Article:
Ouch.
April 2, 2009 2:26 AM   Subscribe

What do you do when it hurts so much that every second feels like forever, and every beat of your heart is sheer agony?

Emotional pain, not physical... although I know that emotional pain can hurt physically.

I'm not asking what you should do. What do you do?
posted by keep it under cover to Health & Fitness (39 answers total)

This post was deleted for the following reason: I'm sorry you're having a bad time, but as presented this is pretty much chatfilter. -- cortex

 
I think about killing myself. I make plans.
I investigate escape.

This is what I do do.
Not what I should.

What I should do is
make more meaningful social connections.
Call some friends up.
Visit my mom.
Eat more.
Sleep more.
Drink less.

Cheers.
posted by Sully at 2:42 AM on April 2, 2009 [1 favorite]


It used to be I'd drink heavily and self-mutilate. Now I just drink heavily and play Xbox, it's heaps better, plus you get Achievements.
posted by turgid dahlia at 2:47 AM on April 2, 2009 [16 favorites]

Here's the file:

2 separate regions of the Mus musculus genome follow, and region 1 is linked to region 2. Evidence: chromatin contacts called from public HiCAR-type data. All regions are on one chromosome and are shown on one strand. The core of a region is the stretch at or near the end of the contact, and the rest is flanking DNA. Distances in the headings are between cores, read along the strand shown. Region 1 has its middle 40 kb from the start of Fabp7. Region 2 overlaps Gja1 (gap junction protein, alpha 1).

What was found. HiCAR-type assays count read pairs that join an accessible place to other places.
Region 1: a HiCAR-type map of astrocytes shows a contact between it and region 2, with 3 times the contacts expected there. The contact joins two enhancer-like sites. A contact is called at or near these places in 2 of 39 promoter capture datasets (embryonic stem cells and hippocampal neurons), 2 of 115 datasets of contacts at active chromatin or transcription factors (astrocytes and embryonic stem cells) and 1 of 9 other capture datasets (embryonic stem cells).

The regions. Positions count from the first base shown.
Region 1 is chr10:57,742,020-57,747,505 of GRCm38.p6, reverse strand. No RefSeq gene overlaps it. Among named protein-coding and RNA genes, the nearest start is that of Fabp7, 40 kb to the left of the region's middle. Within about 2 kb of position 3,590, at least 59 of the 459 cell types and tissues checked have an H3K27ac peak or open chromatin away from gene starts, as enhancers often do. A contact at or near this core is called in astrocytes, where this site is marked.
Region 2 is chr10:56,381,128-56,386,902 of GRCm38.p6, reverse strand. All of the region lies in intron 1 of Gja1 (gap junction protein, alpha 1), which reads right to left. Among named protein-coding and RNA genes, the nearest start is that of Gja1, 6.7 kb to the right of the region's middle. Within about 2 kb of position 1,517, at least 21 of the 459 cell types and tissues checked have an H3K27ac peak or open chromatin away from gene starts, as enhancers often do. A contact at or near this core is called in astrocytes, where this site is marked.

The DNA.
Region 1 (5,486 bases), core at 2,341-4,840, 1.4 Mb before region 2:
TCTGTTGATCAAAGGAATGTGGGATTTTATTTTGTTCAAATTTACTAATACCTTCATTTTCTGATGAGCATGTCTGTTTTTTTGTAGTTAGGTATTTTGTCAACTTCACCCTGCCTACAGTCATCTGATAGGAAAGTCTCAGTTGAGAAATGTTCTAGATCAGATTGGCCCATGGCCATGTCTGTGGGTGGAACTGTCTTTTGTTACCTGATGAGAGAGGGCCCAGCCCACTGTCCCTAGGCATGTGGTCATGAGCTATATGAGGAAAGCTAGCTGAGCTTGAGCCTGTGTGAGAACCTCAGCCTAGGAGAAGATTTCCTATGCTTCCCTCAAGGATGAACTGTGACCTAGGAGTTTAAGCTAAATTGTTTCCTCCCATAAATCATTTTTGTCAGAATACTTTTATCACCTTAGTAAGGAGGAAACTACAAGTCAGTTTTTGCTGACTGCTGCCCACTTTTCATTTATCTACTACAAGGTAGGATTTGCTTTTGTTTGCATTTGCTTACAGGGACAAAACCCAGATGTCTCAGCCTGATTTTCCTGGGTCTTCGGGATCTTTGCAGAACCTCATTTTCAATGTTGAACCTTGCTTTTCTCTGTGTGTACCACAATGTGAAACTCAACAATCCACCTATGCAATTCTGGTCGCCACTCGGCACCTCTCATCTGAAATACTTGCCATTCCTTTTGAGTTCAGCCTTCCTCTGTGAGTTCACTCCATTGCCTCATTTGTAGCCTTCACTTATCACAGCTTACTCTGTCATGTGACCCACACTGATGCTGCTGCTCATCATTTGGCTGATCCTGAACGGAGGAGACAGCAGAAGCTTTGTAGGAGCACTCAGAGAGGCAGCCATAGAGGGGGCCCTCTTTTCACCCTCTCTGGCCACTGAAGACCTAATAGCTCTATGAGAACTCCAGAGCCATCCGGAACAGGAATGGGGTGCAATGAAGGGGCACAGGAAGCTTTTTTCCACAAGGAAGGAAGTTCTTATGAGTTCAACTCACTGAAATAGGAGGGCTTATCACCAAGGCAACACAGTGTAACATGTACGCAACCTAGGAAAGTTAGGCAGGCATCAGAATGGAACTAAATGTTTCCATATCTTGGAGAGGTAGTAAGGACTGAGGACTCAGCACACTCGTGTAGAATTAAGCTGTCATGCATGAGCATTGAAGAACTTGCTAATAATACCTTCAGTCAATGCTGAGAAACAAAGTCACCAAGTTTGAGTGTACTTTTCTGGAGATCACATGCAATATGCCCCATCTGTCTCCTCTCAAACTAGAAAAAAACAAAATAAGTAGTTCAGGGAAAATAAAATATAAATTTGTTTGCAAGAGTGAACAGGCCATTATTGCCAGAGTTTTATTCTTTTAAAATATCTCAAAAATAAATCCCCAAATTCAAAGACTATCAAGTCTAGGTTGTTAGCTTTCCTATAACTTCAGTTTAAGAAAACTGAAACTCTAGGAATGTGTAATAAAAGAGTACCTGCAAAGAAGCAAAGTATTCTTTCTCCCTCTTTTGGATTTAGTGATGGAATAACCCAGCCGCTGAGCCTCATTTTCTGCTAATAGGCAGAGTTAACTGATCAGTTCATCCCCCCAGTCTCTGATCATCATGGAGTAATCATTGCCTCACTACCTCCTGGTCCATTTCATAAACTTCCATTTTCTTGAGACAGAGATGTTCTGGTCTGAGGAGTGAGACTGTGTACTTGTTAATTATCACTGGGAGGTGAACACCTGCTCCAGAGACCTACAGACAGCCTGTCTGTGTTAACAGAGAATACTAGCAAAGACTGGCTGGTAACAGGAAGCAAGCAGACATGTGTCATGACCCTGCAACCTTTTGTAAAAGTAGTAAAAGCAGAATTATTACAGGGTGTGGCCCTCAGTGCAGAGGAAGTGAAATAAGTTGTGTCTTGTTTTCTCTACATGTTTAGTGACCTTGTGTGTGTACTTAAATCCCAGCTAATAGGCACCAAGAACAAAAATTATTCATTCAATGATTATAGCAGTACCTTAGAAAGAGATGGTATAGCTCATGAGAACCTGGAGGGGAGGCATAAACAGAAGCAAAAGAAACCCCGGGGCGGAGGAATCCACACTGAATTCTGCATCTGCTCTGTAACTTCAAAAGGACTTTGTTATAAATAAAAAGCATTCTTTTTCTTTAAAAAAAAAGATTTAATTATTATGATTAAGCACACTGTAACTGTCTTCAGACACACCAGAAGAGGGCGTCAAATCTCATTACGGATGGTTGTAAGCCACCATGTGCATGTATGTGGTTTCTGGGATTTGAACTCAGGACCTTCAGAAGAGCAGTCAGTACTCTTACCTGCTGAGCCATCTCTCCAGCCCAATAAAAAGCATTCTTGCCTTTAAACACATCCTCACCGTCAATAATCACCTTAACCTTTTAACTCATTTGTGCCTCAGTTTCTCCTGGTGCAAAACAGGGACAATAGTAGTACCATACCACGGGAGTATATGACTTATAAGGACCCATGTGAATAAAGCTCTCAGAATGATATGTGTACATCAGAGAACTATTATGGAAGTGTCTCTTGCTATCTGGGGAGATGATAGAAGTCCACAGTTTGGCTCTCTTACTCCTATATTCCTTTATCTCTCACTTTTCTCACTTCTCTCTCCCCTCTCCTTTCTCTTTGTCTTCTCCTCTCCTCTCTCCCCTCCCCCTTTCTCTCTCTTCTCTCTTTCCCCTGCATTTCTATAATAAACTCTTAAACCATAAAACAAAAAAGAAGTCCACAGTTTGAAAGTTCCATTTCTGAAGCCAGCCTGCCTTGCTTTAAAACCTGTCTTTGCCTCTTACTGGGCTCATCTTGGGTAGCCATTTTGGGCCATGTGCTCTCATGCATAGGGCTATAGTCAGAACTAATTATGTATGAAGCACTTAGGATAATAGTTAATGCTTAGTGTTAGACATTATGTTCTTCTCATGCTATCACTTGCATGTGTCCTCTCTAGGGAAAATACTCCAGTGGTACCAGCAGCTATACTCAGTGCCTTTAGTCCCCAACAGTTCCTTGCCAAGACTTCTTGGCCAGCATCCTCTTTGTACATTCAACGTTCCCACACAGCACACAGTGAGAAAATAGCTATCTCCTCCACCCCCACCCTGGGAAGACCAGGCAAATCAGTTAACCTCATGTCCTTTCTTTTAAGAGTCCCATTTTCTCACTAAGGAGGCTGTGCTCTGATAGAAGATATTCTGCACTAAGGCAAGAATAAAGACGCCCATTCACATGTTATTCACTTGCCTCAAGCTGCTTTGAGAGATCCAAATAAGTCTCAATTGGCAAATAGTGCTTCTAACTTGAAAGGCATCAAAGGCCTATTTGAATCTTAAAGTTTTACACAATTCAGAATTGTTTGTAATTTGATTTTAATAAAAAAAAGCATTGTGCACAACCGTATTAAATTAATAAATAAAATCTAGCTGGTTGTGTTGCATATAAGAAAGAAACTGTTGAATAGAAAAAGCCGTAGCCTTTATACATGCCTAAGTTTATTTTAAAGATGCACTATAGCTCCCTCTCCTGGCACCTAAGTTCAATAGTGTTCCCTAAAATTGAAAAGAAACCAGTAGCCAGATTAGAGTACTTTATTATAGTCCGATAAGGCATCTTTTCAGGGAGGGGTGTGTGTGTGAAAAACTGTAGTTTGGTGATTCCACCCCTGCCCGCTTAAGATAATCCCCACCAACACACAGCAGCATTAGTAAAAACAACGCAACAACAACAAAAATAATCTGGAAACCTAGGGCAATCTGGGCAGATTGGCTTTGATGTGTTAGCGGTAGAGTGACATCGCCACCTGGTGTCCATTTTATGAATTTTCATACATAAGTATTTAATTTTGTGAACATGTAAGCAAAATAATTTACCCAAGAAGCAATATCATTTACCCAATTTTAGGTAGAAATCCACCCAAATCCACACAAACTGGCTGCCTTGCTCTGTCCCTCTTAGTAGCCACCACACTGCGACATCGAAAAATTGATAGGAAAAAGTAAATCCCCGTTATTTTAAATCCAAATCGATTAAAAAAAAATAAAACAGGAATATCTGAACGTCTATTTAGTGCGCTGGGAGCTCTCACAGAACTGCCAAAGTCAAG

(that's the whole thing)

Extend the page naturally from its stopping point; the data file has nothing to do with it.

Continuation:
I seek out that feeling, examine it to see how it actually feels, and I make room for it in my body. Then I do some relaxation exercises and use some defusion techniques and I accept that to have a rich and full life, I need to experience pain.
posted by b33j at 3:08 AM on April 2, 2009 [3 favorites]


Drink to be able to sleep, Pick up smoking again, Listen to weird music.
posted by HFSH at 3:08 AM on April 2, 2009


I see some terrible advice here. Drinking will make your problems worse. Find a psychiatrist as soon as possible. Book a holiday to the sun. Pack your days full of healthy, busy, busy, busy stuff that you enjoy, preferably in the company of people you love and trust. Don't be alone.
posted by NekulturnY at 3:13 AM on April 2, 2009 [1 favorite]


Sometimes I'd imagine painful scenarios, like my parents dying in a horrific accident, something like that, and would build up and focus the pain on that mock scenario until I just burst and I felt nothing anymore. Similarly, I'd listen to the saddest, most emotion-amplifying music I could find, riding out the emotional wave until I just crashed into numbness.

I also used to self-mutilate, which for me was the quickest way to dissipate the pain - I'm NOT recommending it, it's not a healthy thing to do as often as I did, but you asked, so I'm giving you an honest answer.